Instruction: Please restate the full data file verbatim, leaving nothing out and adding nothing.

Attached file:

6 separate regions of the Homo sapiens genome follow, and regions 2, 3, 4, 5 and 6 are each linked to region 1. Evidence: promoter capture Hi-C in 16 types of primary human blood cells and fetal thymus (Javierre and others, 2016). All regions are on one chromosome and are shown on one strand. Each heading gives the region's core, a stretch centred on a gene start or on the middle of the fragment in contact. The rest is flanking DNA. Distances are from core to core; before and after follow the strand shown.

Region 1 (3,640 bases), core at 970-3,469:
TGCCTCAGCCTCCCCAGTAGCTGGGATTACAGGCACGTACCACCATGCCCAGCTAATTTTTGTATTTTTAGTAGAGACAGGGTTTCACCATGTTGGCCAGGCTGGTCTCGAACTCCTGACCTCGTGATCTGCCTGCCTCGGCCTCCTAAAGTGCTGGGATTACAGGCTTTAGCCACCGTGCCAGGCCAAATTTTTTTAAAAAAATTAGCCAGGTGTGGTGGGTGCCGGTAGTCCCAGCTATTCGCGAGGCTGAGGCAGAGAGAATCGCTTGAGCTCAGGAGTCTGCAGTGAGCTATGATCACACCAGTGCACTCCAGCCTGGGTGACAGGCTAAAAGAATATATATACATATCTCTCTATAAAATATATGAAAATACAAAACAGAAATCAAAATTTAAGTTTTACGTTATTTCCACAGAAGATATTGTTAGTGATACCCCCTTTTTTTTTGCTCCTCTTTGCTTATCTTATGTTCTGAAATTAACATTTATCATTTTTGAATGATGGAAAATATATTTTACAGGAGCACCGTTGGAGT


6 separate regions of the Homo sapiens genome follow, and regions 2, 3, 4, 5 and 6 are each linked to region 1. Evidence: promoter capture Hi-C in 16 types of primary human blood cells and fetal thymus (Javierre and others, 2016). All regions are on one chromosome and are shown on one strand. Each heading gives the region's core, a stretch centred on a gene start or on the middle of the fragment in contact. The rest is flanking DNA. Distances are from core to core; before and after follow the strand shown.

Region 1 (3,640 bases), core at 970-3,469:
TGCCTCAGCCTCCCCAGTAGCTGGGATTACAGGCACGTACCACCATGCCCAGCTAATTTTTGTATTTTTAGTAGAGACAGGGTTTCACCATGTTGGCCAGGCTGGTCTCGAACTCCTGACCTCGTGATCTGCCTGCCTCGGCCTCCTAAAGTGCTGGGATTACAGGCTTTAGCCACCGTGCCAGGCCAAATTTTTTTAAAAAAATTAGCCAGGTGTGGTGGGTGCCGGTAGTCCCAGCTATTCGCGAGGCTGAGGCAGAGAGAATCGCTTGAGCTCAGGAGTCTGCAGTGAGCTATGATCACACCAGTGCACTCCAGCCTGGGTGACAGGCTAAAAGAATATATATACATATCTCTCTATAAAATATATGAAAATACAAAACAGAAATCAAAATTTAAGTTTTACGTTATTTCCACAGAAGATATTGTTAGTGATACCCCCTTTTTTTTTGCTCCTCTTTGCTTATCTTATGTTCTGAAATTAACATTTATCATTTTTGAATGATGGAAAATATATTTTACAGGAGCACCGTTGGAGT